Today lots of ducks were on the lake and most of the ice has melted. We had about 60 ducks of various species including Hooded Mergansers, Common Mergansers, Buffleheads, Ring-necked Ducks, Mallards, Black Ducks and Wood Ducks. Above is a male Hooded Merganser displaying where he raises his crest to reveal the white "fan." We sat on the deck in the morning with a cup of coffee and looked through our scopes at the duck bonanza. Wonderful!

Wednesday, April 09, 2008

Common Merganser, female


And here is the Common Merganser, female. She looks different than the male show in our last blog post.

Monday, April 07, 2008

Common Merganser

Common Merganser, male

The ice is partially gone from the cove part of the lake we front on and ducks have moved in. Yesterday we saw 33 Common Mergansers diving down through the water and popping up in holes in the ice. Watch for migrant ducks and geese on water areas near you. This is a big migration time for them.

Photo © Lillian Stokes

Friday, April 04, 2008

Friday Phoebe

Blogger Phoebe here,
I'm just lying in my little bed, chewing my bone, while Lillian and Don are finishing their new book. They're so busy they let me have the blog today. I'm glad the snow is melting some here, so Lillian and Don can take me for long walks in the fields, one of my favorite things. Did you know there's a bird named a Phoebe? Yup, they actually named a bird after me. That's 'cuz I'm perfect. Do you think I have too many toys?

Til' later,
Blogger Phoebe, "woof"

Wednesday, April 02, 2008

DO YOU HAVE GOLDFINCHES?



Everyone,  we originally posted this blog entry in 2008 when we were seeing less goldfinches. If you came to this blog post because you were expecting answers about why you are not seeing goldfinches in any year, here is the answer.
Goldfinches are erratic about where they occur. They move around in winter depending on food sources. They may not appear in winter, spring, summer or fall in areas where they were previously. So at any time of year you may not be seeing them when you saw them before.
In addition, Goldfinches breeding range includes most of the northern two thirds of the country and into Canada. In winter, they leave the northernmost part of that range and are found in the rest of the U.S. including down into the South. Thus do not expect to see them in the far northern area of their range in winter, or the most southern part of their range in summer.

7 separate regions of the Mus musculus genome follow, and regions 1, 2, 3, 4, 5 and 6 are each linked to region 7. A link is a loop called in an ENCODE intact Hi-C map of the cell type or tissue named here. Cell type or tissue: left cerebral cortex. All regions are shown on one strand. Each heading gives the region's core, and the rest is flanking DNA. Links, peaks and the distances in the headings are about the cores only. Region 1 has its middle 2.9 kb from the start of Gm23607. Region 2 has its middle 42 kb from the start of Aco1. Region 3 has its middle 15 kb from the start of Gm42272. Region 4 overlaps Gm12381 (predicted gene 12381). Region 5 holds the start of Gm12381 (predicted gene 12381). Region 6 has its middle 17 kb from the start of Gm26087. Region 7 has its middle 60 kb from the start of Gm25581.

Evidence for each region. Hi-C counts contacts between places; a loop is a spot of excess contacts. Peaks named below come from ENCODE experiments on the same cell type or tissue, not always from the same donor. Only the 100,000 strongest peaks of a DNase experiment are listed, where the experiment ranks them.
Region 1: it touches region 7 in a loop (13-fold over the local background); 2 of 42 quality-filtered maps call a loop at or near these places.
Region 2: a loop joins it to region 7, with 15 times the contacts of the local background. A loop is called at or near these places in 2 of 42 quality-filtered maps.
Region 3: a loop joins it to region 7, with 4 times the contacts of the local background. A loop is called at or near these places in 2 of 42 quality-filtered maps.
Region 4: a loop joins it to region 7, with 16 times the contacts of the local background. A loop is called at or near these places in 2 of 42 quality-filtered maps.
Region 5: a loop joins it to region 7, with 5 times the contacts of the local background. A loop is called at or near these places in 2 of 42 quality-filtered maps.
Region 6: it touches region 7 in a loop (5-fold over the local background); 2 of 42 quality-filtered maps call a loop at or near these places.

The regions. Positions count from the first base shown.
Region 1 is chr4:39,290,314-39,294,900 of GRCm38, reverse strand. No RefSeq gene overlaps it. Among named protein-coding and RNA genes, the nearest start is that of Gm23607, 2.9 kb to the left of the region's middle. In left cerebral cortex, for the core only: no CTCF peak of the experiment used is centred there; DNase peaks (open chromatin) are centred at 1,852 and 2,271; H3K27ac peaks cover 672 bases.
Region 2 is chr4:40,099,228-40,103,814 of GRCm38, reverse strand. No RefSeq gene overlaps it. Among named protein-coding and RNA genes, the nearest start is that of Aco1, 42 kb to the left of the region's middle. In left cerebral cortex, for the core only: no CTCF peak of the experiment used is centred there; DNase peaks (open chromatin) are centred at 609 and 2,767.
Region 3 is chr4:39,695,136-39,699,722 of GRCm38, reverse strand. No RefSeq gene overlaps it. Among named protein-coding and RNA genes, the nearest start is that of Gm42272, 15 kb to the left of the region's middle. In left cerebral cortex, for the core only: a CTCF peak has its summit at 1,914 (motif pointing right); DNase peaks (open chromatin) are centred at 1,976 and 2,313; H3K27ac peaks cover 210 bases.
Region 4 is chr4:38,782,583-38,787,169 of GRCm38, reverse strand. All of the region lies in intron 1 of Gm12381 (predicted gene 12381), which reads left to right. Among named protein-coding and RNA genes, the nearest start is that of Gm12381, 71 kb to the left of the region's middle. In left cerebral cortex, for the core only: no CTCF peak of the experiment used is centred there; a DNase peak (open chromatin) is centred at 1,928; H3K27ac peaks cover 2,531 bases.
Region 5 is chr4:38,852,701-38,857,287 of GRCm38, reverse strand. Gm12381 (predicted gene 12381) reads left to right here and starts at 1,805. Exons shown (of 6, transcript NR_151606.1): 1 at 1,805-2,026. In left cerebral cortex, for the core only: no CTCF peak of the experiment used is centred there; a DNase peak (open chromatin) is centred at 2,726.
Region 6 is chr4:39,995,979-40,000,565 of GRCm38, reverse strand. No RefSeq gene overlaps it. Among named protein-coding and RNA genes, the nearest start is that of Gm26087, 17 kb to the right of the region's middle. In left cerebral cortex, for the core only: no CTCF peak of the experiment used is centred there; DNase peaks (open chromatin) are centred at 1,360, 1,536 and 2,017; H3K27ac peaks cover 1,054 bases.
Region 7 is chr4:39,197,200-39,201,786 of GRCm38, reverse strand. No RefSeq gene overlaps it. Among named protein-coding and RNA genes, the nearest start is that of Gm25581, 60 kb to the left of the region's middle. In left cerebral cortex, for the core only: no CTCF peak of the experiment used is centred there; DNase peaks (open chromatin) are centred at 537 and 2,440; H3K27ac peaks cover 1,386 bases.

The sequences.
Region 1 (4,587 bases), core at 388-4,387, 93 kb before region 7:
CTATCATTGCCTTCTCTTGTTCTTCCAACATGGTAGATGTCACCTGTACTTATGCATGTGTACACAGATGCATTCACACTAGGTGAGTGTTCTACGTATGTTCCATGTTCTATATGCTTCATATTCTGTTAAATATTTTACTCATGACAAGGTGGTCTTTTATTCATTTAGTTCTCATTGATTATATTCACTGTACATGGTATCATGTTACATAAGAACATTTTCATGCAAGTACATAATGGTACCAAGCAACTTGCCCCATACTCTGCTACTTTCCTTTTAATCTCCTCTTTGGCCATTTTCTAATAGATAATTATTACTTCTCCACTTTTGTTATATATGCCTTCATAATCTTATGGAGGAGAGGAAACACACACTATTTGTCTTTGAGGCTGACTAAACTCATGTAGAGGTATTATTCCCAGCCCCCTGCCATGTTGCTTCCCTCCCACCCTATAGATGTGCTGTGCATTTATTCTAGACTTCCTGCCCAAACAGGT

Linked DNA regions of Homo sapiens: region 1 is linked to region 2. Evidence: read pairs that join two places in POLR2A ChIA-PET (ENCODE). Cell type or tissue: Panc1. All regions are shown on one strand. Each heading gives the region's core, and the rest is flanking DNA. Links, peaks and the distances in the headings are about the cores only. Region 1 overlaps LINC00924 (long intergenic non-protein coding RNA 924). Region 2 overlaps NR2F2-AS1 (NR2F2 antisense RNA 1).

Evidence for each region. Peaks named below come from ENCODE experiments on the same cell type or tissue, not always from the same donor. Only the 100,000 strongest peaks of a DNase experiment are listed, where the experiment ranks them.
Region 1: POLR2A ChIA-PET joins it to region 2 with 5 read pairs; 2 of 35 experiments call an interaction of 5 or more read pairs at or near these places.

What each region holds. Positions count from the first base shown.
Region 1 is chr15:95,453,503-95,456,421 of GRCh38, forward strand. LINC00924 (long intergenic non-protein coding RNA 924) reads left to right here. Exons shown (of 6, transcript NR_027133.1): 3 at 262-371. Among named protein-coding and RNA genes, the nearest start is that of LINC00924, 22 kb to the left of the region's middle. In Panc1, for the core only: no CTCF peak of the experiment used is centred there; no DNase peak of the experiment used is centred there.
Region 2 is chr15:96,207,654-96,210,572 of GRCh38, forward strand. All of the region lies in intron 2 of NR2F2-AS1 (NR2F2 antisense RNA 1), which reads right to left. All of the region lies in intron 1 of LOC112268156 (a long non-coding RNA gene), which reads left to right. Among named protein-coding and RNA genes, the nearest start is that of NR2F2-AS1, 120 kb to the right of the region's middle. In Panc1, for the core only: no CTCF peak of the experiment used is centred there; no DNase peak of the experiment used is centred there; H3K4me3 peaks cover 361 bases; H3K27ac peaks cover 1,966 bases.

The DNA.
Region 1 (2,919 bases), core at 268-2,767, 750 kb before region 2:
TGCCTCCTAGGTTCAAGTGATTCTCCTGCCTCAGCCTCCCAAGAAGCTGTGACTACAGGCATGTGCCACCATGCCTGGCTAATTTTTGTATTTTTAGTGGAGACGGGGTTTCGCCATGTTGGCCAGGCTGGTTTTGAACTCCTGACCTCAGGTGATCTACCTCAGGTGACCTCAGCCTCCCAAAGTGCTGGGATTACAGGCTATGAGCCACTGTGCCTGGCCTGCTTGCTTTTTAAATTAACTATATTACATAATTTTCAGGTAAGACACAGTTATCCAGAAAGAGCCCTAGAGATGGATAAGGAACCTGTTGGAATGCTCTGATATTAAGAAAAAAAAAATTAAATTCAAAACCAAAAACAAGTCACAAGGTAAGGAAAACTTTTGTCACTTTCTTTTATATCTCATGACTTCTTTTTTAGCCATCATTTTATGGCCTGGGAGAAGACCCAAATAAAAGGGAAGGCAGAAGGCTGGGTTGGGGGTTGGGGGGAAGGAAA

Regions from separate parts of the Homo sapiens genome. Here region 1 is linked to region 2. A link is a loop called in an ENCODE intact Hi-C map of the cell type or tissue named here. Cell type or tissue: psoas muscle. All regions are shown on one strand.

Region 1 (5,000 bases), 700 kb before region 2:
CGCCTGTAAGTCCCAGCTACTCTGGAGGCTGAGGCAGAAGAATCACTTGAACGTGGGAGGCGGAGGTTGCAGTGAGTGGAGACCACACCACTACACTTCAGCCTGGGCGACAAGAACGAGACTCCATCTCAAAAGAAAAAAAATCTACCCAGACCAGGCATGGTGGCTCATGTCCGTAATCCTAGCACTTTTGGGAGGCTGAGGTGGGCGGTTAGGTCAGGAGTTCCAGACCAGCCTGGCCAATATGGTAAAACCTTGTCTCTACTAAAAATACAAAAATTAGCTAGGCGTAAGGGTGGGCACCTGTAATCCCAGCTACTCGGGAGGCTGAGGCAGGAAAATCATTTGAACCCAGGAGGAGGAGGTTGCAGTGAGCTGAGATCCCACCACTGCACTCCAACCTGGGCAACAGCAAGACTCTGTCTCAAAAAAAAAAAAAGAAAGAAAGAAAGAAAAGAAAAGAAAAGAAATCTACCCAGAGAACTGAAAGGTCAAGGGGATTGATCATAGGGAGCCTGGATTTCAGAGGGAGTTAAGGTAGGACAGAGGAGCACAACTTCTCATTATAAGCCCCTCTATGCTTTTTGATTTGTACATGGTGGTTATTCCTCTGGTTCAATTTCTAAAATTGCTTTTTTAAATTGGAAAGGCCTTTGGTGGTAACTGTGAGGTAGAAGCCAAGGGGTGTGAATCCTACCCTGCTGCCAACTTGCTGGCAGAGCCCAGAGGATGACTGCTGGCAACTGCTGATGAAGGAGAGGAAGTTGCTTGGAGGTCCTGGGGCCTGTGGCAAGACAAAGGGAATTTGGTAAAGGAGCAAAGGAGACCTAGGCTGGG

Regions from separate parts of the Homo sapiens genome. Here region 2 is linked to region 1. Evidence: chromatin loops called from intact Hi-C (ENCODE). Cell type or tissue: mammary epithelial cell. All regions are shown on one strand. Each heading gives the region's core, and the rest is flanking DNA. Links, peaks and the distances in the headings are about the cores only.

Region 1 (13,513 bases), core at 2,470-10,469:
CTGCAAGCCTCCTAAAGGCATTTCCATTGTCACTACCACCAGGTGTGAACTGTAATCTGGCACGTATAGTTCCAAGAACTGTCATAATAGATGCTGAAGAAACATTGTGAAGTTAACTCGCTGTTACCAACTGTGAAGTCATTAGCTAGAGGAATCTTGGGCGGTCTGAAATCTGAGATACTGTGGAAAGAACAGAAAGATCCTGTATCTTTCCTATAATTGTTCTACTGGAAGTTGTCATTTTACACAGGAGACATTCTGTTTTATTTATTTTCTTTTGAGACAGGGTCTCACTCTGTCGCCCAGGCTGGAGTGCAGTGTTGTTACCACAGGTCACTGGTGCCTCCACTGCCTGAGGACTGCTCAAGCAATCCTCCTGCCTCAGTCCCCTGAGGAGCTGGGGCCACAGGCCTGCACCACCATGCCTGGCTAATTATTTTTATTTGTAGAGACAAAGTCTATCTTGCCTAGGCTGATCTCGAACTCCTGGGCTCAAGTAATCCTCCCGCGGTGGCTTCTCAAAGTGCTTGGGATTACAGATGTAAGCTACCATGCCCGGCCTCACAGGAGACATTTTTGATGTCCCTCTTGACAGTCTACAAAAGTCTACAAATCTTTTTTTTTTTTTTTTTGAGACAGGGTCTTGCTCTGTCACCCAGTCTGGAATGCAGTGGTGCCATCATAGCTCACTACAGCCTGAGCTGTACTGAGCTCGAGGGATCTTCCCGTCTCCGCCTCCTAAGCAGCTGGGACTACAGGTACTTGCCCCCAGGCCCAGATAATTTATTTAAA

The best way to attract goldfinches is to keep feeders full of hulled sunflower, one of their favorites, or you can use thistle (nyjer) seed, make sure it is fresh.

For more reasons your goldfinches disappear in the fall, click here.

Original post....
Where are the American Goldfinches?? They are not here where we are, in NH. Our friends and neighbors are asking the same thing. The above photo was taken here last year on April 16th. We had many goldfinches then. The Christmas Count data for this winter indicated 80 goldfinches in December in our area compared to 383 for the previous year, 07.
This past winter has been a record year for the irruption of northern finch species such as Common Redpolls into the U.S. The results of the 2008 Great Backyard Bird Count say
"Birders alerted earlier in the winter to a massive seed production failure of trees across northern Canada, were prepared for a huge southern flight of northern finches. True to the prediction, the GBBC shows record high numbers for Pine Grosbeaks, with 15,830 birds reported from 31 states and provinces, with highest numbers reported from Quebec, Ontario, and Manitoba, and much higher than average numbers in many states including Maine and New York. Because of annual fluctuations in seed crops, even-numbered years are traditionally better for finding Common Redpolls and other finches and grosbeaks south of Canada, and 2008 proved to be one of the best flights of these birds in the past decade, with 100,805 Common Redpolls reported on the count, including checklists from 29 of the lower 48 States."
Were American Goldfinch numbers down in our area, and possibly other areas, because of the invasion of northern finches, because of low seed production in our area and other areas in the northern U.S., or for other reasons?

And where are all the American Goldfinches now?? Let us know if you have, or don't have goldfinches, by responding to the comments section of this blog entry, right below.